- Despite being a Raspberry Pi in sheep's clothing, it doesn't feel like a Pi - or anything else that would be draped in big, primary-color educational world. It feels like an electronic music instrument, and that changes my approach to the thing. It feels right - like everything that comes out of the monome labs.
- It's got just enough, and not too much. Three encoders, three buttons. A 128x64 screen. Two inputs and two outputs. But four USB jacks means it can be extended to hell-and-back (but doesn't need to be), and the included USB networking nub means that I can attack it from anywhere.
- It's battery-powered, which is becoming more important to me at each turn. It can be played on the back porch, charged up on the iPod station in the living room, and ready to go when I have to do that darned Wisconsin run.
- The scripting programming language (Lua) is extended with some smart libraries by the monome crew, and many of the subtle edge cases all seem to be done right. I spent a little time this morning (woke up at 4am, so I had some personal time...) working with MIDI, and it had a minimal library that just worked to plan. I love it when that happens.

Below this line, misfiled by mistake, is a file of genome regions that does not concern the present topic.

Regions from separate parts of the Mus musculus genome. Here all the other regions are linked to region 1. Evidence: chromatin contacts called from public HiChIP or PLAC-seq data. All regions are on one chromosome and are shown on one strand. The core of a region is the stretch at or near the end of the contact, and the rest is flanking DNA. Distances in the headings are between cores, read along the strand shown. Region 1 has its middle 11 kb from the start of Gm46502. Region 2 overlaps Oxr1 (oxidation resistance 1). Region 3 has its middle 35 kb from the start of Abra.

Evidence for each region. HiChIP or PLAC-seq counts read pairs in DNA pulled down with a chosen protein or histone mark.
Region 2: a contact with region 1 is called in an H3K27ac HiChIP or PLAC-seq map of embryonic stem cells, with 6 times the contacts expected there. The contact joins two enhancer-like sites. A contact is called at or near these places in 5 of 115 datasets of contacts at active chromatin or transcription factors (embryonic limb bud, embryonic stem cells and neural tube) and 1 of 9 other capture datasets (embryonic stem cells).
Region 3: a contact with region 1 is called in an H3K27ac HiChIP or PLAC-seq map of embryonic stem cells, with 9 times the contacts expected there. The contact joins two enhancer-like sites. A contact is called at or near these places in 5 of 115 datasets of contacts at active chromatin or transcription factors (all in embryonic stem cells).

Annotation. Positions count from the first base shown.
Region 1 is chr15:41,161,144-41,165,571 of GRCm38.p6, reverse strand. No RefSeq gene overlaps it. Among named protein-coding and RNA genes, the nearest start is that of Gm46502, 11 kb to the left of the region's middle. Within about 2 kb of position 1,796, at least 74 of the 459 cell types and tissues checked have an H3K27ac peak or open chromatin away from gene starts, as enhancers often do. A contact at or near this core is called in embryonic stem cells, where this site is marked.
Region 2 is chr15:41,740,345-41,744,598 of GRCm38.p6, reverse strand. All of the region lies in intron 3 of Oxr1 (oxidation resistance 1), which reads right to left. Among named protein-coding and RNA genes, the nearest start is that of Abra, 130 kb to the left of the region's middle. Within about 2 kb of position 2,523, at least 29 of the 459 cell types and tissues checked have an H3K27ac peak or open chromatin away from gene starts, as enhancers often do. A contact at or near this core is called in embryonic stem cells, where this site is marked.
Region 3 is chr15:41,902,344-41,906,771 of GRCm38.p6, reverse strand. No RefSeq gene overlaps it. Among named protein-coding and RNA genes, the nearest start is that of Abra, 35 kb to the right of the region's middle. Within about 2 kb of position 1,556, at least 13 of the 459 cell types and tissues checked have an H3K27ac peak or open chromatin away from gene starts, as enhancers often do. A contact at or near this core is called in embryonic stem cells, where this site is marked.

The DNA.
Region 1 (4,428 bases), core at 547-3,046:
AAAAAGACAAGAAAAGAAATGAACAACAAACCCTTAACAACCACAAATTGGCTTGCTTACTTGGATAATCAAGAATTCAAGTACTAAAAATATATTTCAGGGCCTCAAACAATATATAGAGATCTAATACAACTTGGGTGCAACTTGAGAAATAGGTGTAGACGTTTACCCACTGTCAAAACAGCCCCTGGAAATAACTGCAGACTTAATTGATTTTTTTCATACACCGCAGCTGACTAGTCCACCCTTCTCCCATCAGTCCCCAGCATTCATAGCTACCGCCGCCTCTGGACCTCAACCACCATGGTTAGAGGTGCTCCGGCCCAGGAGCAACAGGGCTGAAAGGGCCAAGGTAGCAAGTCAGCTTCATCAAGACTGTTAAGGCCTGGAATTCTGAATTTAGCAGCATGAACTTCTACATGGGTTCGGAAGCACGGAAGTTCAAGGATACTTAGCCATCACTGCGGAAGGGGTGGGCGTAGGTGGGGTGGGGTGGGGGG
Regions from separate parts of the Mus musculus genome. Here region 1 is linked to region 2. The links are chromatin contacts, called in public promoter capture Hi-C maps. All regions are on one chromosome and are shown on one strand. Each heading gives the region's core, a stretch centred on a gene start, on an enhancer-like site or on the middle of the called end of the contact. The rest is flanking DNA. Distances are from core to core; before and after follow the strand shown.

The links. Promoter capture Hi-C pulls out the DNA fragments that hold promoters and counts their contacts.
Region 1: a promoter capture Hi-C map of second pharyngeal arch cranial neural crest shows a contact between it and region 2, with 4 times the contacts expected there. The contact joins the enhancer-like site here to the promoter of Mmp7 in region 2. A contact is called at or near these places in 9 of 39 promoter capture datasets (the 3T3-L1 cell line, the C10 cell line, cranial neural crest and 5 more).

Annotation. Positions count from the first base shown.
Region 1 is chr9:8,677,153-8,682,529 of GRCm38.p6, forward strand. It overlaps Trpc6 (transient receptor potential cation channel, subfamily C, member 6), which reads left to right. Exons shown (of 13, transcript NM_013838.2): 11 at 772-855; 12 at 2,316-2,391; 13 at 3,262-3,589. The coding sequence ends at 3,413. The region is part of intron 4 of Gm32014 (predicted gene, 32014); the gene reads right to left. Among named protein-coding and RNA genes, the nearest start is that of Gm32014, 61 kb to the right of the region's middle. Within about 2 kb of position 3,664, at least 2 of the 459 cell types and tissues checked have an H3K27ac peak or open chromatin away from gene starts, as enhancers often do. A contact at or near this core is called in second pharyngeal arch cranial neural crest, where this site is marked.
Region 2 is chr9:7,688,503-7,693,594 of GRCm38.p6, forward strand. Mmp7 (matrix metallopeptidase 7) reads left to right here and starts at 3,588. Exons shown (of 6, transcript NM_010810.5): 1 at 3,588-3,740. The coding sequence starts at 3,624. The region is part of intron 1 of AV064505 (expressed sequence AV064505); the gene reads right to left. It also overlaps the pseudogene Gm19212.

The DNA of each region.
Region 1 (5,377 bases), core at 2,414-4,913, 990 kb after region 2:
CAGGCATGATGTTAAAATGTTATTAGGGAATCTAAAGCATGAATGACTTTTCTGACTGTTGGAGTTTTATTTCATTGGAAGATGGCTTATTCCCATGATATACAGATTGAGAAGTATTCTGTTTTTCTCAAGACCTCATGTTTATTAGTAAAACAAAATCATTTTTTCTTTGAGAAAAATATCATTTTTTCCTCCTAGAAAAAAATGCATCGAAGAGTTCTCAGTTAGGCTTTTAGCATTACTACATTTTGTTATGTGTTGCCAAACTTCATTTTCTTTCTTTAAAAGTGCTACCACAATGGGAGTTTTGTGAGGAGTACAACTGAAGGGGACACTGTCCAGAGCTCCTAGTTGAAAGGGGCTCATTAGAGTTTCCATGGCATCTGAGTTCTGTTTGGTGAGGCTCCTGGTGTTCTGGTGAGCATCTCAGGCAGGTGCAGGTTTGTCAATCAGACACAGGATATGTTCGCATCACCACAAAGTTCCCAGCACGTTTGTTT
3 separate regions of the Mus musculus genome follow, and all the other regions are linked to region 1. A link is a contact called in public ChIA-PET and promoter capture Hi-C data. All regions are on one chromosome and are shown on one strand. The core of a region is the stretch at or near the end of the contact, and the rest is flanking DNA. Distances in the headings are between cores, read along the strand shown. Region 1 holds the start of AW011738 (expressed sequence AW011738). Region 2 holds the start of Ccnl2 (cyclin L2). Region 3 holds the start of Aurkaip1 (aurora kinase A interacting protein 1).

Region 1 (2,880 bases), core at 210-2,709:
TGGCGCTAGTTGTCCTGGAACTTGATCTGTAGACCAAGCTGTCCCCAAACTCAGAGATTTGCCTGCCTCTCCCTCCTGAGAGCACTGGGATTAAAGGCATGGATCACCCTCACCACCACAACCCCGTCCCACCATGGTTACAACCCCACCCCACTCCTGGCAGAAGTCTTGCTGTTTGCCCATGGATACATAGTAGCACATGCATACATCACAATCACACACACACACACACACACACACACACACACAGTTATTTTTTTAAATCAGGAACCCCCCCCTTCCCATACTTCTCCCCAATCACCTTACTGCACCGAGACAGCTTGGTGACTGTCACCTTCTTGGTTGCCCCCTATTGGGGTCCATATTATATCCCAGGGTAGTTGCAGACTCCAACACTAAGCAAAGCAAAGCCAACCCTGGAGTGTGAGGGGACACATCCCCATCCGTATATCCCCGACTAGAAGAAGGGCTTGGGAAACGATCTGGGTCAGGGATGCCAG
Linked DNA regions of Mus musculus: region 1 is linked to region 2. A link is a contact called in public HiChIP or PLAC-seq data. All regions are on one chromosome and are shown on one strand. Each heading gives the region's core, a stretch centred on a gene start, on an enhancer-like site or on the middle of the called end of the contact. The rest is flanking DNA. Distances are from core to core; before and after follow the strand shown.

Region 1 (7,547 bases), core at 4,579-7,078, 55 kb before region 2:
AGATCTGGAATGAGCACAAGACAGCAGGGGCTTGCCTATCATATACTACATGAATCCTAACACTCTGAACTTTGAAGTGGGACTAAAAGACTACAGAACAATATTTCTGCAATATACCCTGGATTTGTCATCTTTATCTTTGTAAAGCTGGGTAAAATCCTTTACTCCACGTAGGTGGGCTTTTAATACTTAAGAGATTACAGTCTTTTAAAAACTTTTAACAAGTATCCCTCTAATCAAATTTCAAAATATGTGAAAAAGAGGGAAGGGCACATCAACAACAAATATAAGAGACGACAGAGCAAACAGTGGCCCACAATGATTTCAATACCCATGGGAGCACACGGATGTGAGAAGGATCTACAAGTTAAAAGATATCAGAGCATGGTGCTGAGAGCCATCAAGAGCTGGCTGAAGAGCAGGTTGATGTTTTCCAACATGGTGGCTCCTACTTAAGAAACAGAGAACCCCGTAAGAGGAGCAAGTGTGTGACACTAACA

- The backing engine is all Supercollider, which sounds a lot different than any of the instruments I'm currently using. A nice addition to my system.
All these things lead me to a system I not only love, but I look forward to working on. I'm enjoying Lua (in fact, it got me to fire up the jit.gl.lua implementation for some Max experimentation, and to buy a nice little book on Lua. Not everyone is going to look as a scripting language as a anchorpoint for fun, but it is for me.
I'm loving it, and finding myself already making some music with it - one week in. I have yet to dive into MLR very much; I'm hoping to do so this weekend. In any case, there's my view of it; I hope it can help inform you!